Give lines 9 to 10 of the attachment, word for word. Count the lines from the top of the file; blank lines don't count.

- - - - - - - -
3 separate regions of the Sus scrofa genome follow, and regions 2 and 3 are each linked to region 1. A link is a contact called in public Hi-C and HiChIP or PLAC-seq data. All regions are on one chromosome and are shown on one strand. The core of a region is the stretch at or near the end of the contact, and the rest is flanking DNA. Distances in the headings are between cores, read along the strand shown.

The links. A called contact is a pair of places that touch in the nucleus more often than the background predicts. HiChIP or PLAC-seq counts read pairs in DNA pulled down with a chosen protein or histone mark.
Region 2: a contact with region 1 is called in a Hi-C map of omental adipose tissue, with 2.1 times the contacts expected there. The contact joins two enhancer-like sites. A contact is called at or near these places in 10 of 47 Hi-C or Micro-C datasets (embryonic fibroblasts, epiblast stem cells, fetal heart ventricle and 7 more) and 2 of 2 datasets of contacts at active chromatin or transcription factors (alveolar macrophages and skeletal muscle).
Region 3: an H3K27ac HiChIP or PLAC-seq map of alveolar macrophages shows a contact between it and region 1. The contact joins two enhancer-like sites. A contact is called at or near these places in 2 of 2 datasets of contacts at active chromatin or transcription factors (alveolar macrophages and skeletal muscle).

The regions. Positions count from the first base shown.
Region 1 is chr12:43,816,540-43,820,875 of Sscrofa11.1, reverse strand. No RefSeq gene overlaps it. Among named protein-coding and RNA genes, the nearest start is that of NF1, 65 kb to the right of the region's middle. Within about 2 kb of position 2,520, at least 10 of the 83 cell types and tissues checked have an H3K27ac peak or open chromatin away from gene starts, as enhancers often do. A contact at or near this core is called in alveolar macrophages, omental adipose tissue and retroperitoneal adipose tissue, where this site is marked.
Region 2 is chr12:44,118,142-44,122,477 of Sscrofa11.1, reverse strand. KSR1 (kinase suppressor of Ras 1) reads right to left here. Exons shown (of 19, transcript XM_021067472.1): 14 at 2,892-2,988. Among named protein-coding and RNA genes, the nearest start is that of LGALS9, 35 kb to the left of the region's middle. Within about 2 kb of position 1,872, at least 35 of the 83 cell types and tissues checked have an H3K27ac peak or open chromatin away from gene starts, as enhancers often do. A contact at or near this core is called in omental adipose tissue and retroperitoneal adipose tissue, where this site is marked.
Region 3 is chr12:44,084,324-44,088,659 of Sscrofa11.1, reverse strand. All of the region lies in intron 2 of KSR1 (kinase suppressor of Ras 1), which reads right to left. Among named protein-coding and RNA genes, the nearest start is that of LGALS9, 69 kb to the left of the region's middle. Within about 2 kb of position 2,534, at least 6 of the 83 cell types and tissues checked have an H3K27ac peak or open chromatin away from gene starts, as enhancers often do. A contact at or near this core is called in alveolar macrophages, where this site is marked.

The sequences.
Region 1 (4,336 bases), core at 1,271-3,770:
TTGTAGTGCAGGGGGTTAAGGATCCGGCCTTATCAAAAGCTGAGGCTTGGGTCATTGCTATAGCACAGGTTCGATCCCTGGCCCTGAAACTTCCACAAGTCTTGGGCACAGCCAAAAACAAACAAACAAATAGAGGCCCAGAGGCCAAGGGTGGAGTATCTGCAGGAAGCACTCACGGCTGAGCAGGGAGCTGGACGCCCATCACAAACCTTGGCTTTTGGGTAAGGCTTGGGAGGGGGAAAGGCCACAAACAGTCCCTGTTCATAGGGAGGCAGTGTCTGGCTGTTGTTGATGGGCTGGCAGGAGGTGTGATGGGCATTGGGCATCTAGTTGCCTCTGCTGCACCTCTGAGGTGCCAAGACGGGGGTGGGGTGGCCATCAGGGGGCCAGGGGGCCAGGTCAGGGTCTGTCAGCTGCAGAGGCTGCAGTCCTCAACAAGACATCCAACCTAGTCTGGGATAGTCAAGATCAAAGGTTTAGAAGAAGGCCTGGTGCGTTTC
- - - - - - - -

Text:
The sequences.
Region 1 (4,336 bases), core at 1,271-3,770: